Koch Head Creation

If anyone thinks that these guys are going to blame their fair haired boy for Romney’s loss, they need to think again:

This month, as a handful of Republicans auditioned at town halls and on bus tours to be Mitt Romney’s running mate, Representative Paul D. Ryan joined a private conference call. For 20 minutes, he walked through his plan to cut government spending and bashed President Obama for weakening welfare work requirements.

His audience: Several hundred field organizers for Americans for Prosperity, the Tea Party-inspired group founded by the billionaire conservative philanthropists Charles and David Koch.

When Mr. Romney announced that Mr. Ryan would be his running mate, his campaign emphasized the congressman’s detailed knowledge of the federal budget and his chemistry with Mr. Romney. Less well-known are Mr. Ryan’s close ties to the donors and activists who have channeled Tea Party anger into a $400 million political machine, financed by a network of conservative and libertarian donors that now rivals, and occasionally challenges, the Republican establishment behind Mr. Romney.

Mr. Ryan is one of a very few elected officials who have attended the Kochs’ biannual conferences, where wealthy donors sit in on seminars on runaway government spending and the myths of climate change.

He is on first-name terms with prominent libertarians in the financial world, including hedge fund billionaires like Cliff Asness and Paul Singer, and spent his formative years immersed in the Republican Party’s supply-side wing, working for lawmakers and conservative policy advocates like Jack Kemp.

He has appeared for years at rallies, town hall meetings, and donor briefings for groups like the Club for Growth, which spends millions to defeat Republicans deemed squishy on taxes and spending, and Americans for Prosperity, a grass-roots group focused on economic and budget issues that is now trying to channel Tea Party energy into a permanent electoral force. Its fourth chapter was founded in Mr. Ryan’s home state, Wisconsin.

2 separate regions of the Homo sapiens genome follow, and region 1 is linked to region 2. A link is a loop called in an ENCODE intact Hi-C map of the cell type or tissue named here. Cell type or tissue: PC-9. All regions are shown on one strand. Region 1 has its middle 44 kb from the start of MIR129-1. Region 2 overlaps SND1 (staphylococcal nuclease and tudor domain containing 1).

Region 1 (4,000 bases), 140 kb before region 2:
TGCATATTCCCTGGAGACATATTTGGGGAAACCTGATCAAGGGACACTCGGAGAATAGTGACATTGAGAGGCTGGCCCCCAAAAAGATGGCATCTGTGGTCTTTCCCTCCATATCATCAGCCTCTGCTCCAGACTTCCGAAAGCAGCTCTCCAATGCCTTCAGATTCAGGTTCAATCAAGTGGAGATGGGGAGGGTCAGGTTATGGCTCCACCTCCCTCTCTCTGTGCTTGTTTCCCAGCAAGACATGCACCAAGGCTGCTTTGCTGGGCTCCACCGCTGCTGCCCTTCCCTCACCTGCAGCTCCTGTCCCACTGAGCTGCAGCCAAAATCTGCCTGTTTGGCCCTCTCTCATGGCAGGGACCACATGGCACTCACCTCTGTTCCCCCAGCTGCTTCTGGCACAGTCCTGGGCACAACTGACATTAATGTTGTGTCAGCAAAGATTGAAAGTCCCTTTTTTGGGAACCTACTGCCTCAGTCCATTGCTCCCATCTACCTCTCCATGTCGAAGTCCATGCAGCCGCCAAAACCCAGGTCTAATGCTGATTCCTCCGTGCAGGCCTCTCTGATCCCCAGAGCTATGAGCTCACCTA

Now Mr. Ryan could provide Mr. Romney with a critical political and intellectual bridge to the rising conservative counterestablishment represented by the Kochs and their allies, who are planning to spend hundreds of millions of dollars and deploy thousands of volunteers to defeat Mr. Obama. Should Mr. Romney and Mr. Ryan win in November, a constituency that has for years fulminated against the failure of Republicans to live up to their own principles could soon have a close — and powerful — friend in the White House.

They want him to be president and there’s no way in hell they’re going to blame him if Romney loses. Romney is tainted by his Taxachusetts past, his pro-life wobbliness, his Mormonism and his overall weirdness. He is rich, but he isn’t a member of this rarefied club that runs the Republican Party. They’re all rich too, of course, with more money than they can possible spend. But they are also hardcore wingnut true believers. And Ryan is their creation.

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